This comes after an IMF mission led by Piyaporn Sodsriwiboon visited Male from January 23-February 6 to discuss recent economic developments and the country’s policy priorities.
The report has highlighted that the Maldivian economy expanded by 13.9 per cent in 2022 and is estimated to grow by 4.4 per cent in 2023
“Following the pandemic-induced contraction, the Maldivian economy expanded by 13.9 per cent in 2022 and is estimated to grow by 4.4 per cent in 2023. As tourist arrivals are expected to rise further, growth is projected at 5.2 per cent in 2024,” the report stated.
The global financial agency further pointed out that, amid elevated fuel prices and strong import demands, the current account deficit in 2024 is projected to remain ‘large’.
“Without significant policy changes, the overall fiscal deficits and public debt are projected to stay elevated, and the Maldives remains at high risk of external and overall debt distress. Amid elevated fuel prices coupled with continued strong import demands, the current account deficit in 2024 is projected to remain large, albeit gradually narrowing over the medium term.
The Maldives is highly vulnerable to climate change risks, with potentially severe economic costs due to floods and rising sea levels,” the report added.
According to the IMF, sustained fiscal consolidation, accompanied by tighter monetary and macro-prudential policies, is needed to reduce vulnerabilities and restore the sustainability of public finance and debt.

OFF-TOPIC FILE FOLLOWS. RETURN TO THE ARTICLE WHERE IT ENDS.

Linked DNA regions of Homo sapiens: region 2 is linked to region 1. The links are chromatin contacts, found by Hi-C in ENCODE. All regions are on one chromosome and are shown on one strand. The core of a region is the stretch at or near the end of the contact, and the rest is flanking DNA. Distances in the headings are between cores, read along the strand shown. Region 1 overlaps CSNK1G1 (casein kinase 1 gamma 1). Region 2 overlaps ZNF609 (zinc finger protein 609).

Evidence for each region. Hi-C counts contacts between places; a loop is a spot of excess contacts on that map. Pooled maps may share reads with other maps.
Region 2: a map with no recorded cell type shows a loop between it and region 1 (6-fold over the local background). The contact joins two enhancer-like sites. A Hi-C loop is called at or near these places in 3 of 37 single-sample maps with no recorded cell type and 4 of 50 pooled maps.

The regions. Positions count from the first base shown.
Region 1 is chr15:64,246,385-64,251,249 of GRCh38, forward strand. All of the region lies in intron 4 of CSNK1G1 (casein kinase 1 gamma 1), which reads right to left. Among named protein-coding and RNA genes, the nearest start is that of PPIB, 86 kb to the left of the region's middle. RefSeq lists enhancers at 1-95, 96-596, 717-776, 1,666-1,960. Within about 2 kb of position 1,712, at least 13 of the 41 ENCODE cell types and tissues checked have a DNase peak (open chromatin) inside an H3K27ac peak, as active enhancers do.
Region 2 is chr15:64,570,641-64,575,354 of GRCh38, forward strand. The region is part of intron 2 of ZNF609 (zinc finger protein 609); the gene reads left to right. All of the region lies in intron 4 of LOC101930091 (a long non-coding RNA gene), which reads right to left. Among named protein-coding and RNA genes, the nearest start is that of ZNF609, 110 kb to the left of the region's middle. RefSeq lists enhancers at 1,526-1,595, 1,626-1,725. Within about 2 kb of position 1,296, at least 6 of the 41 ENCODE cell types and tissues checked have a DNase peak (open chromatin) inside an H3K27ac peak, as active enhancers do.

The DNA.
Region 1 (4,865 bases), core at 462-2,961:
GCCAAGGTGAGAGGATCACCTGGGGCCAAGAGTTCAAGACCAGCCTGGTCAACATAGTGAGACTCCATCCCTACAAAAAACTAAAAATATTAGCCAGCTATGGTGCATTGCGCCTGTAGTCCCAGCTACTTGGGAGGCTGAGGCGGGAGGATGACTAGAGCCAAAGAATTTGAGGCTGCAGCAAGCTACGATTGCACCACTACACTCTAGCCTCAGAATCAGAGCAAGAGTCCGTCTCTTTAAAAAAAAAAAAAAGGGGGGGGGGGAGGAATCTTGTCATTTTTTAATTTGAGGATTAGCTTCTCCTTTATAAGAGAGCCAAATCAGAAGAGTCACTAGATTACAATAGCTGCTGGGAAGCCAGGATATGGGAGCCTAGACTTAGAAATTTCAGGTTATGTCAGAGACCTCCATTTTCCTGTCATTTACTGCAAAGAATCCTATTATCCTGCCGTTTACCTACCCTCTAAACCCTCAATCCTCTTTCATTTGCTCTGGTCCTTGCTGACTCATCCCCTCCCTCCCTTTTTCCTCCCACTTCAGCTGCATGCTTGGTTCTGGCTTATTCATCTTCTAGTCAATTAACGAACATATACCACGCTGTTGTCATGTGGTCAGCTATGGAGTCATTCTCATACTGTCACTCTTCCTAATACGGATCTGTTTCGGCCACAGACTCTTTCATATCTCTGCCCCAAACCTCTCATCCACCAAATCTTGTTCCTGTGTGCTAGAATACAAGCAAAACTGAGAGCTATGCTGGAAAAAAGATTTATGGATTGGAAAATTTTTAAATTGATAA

The Maldives is also “highly vulnerable” to climate change risks, with potentially severe economic costs due to floods and rising sea levels, as per the report.
The Global Financial Agency has suggested strengthening institutions to support climate adaptation and mitigation efforts that can help enable access to additional climate financing and deliver on the climate pledges.
Earlier on Monday, Maldives President Mohamed Muizzu addressed the parliament in a session completely boycotted by the opposition.
Muizzu “underscored the necessity for the Maldives to fortify its military capabilities across terrestrial, aerial, and maritime domains as part of a comprehensive defence strategy.”
The President also said that the “Maldivian government has officially communicated that it will not renew the agreement enabling foreign nations to measure and map the Maldivian oceans and coastlines.”
Muizzu also stated that diplomatic negotiations were underway for the withdrawal of Indian troops. He detailed that, as agreed in the last negotiations, the military personnel on one of the three aviation platforms would be withdrawn before March 10, 2024, and the military personnel on the remaining two platforms would be withdrawn before May 10, 2024.
Notably, the removal of Indian troops in the Maldives was the main campaign of Muizzu’s party. Currently, there are around 70 Indian troops, along with Dornier 228 maritime patrol aircraft and two HAL Dhruv helicopters, stationed in the Maldives.
The second meeting of the high-level core group between the Maldives and India took place in New Delhi last week. The third meeting is expected to take place later this month.